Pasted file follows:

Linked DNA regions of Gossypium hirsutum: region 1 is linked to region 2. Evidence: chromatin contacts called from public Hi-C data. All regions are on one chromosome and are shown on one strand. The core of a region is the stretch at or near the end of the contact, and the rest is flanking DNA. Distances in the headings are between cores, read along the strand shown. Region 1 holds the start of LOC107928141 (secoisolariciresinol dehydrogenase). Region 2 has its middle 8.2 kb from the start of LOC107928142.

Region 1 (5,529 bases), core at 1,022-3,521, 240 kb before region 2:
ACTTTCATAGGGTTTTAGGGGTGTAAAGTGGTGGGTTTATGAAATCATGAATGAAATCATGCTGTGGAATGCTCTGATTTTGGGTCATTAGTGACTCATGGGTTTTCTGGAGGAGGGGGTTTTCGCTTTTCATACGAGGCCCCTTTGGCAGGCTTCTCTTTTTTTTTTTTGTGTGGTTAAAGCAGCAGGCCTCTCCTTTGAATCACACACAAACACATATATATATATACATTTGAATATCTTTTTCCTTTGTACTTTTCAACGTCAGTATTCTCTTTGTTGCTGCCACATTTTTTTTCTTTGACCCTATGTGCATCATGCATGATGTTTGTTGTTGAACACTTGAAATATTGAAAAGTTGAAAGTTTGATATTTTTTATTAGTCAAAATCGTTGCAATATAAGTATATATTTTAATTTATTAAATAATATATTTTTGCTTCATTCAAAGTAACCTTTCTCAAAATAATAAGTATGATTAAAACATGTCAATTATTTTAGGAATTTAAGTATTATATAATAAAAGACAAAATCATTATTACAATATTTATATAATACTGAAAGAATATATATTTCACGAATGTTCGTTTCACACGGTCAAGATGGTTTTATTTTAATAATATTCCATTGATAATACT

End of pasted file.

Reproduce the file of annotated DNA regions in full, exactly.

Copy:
Linked DNA regions of Gossypium hirsutum: region 1 is linked to region 2. Evidence: chromatin contacts called from public Hi-C data. All regions are on one chromosome and are shown on one strand. The core of a region is the stretch at or near the end of the contact, and the rest is flanking DNA. Distances in the headings are between cores, read along the strand shown. Region 1 holds the start of LOC107928141 (secoisolariciresinol dehydrogenase). Region 2 has its middle 8.2 kb from the start of LOC107928142.

Region 1 (5,529 bases), core at 1,022-3,521, 240 kb before region 2:
ACTTTCATAGGGTTTTAGGGGTGTAAAGTGGTGGGTTTATGAAATCATGAATGAAATCATGCTGTGGAATGCTCTGATTTTGGGTCATTAGTGACTCATGGGTTTTCTGGAGGAGGGGGTTTTCGCTTTTCATACGAGGCCCCTTTGGCAGGCTTCTCTTTTTTTTTTTTGTGTGGTTAAAGCAGCAGGCCTCTCCTTTGAATCACACACAAACACATATATATATATACATTTGAATATCTTTTTCCTTTGTACTTTTCAACGTCAGTATTCTCTTTGTTGCTGCCACATTTTTTTTCTTTGACCCTATGTGCATCATGCATGATGTTTGTTGTTGAACACTTGAAATATTGAAAAGTTGAAAGTTTGATATTTTTTATTAGTCAAAATCGTTGCAATATAAGTATATATTTTAATTTATTAAATAATATATTTTTGCTTCATTCAAAGTAACCTTTCTCAAAATAATAAGTATGATTAAAACATGTCAATTATTTTAGGAATTTAAGTATTATATAATAAAAGACAAAATCATTATTACAATATTTATATAATACTGAAAGAATATATATTTCACGAATGTTCGTTTCACACGGTCAAGATGGTTTTATTTTAATAATATTCCATTGATAATACT